One at a Time

Over the decade I’’ve been out as a lesbian, I have learned a great deal about evangelical Christians. Most of what I’ve learned that’s proven to be worthwhile, that’s proven to be trustworthy, I’ve learned from my own, personal experience. Stereotypes and groupthink have proven no good to me at all.

I was told, time and again, that I could trust nobody on “the Religious Right.” They “all” hated us, I was warned, and therefore I had to be wary of them all. When it came time to begin coming out to the friends I’d made over the years, most of whom were religious conservatives, I was afraid. Surely to a one, they would dump me.

Finally I came out to one of my best friends, Shawnee, a lifelong Southern Baptist. I hemmed and hawed while telling her, ‘til she became quite frightened herself. When I finally got the words out, I got a huge surprise. She was actually relieved!

“Is that all?” she asked me. “The way you built up to it, I expected you to tell me you were dying of cancer or something.”

I should have taken a lesson from that, but I didn’t. Big media – including the big GLBT media – kept right on telling me that “those people” were all alike. Much the same way the big hetero media keeps telling straights that “all” GLBT folks are alike. I knew very well that the latter was wrong, but for some reason, it was oh-so-easy to go on believing the former. Most of my friends in the community – even those who were Christian – accepted it as gospel, so why should I have been any different?

Because I believed the stereotype, over the years I grew steadily angrier. I felt myself slipping into something very close to despair. For if I could not trust in my fellow Christians, how could I trust in the God Who has entrusted “His” followers in this world to be the earthly bearers of “His” will?

Many times I came out to my old friends – most of whom were conservative Christians – and without exception they accepted me as I am. Still, I kept hearing that “those people” couldn’t be trusted. So every time I came out to another friend, it was like passing a gallstone the size of a boulder. Each time I thought that surely the odds were about to catch up with me. Even as I beat beats those odds again and again.

Are there, indeed, people to watch out for on the Christian Right? Of course there are. I’m well aware that the reason I was not left for road-kill by my circle of friends has more to do with having chosen my friends well than with having chosen friends who were conservative Christians. Nonetheless, my experience has also shown me how very wrong the stereotypes can be. Because I valued my old friends and hated to lose them, I chose to gamble that they were decent enough to accept me as who I really am – and at least for me, that gamble turned out to be a winning one.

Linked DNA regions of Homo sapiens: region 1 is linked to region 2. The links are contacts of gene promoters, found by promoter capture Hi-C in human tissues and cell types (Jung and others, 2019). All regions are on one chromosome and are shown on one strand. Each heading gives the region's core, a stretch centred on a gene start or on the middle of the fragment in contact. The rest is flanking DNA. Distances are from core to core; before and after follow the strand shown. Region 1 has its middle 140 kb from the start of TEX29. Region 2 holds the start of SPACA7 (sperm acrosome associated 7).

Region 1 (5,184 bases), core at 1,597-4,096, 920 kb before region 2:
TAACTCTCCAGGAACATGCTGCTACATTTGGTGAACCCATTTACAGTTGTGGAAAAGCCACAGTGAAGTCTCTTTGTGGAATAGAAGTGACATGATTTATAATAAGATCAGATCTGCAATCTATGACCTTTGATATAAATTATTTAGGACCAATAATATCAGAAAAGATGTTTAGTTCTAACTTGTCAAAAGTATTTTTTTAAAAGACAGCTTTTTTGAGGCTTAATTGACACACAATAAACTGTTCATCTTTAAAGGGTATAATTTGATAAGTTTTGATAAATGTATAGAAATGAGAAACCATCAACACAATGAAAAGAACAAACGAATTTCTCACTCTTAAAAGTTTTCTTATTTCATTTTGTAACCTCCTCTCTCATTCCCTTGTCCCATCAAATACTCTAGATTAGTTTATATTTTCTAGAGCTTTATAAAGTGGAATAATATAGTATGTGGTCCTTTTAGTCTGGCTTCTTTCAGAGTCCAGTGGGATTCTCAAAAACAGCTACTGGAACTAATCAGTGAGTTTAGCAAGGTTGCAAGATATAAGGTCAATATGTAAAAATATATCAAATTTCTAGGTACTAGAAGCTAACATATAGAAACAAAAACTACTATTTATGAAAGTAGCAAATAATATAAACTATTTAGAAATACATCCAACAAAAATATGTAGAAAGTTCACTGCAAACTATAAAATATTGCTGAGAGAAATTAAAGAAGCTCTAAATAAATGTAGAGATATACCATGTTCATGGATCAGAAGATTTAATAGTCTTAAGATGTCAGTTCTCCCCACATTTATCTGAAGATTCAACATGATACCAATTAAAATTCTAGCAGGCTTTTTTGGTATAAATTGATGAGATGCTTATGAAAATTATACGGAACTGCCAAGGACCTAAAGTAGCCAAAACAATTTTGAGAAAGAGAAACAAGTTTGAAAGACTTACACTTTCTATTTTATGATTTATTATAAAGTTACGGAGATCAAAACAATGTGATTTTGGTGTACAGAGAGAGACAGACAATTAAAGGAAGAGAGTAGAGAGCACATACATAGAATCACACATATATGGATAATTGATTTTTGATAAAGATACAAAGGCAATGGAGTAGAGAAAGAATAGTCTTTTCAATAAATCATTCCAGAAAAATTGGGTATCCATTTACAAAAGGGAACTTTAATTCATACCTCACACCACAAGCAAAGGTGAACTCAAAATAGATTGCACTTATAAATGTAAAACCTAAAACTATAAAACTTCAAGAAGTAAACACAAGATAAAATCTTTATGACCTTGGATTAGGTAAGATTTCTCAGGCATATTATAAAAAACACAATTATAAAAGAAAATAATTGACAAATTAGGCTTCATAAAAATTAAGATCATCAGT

For the first several years of my journey “out,” nonetheless, I could bring myself to reveal the real me to my traditionalist friends only gradually. The things I kept hearing about conservative Christians made me angry – so full of outrage, not so much at how I myself was treated, but at the shoddy treatment of so many other GLBT folks — that I remained reluctant to trust those who belonged to the Hetero Christian Establishment. I felt sure that this Establishment had to be a black hole, swallowing up all those who were a part of it. That black hole surely loomed out there, pulsing ominously, ready to suck me in, chew me up and spit me right back out.

It’s weird, but the first few times someone I fully expected to condemn me did not do so, I almost felt a sense of disappointment. How could I feel superior to someone who reached out to me in love and acceptance? It was then that it began to dawn on me how spiritually sick I was becoming. My soul was in tremendous need of restoration.

Then recently, I had a “blast from the past.” Becky was a friend from my earliest childhood, our parents having been friends since long before we were born. After high school, she married and moved away, so we lost touch with each other. While I was adjusting to life as an “out” lesbian, she and her husband were raising their kids in another part of the state. Only after her divorce did Becky return to Phoenix and look me up again.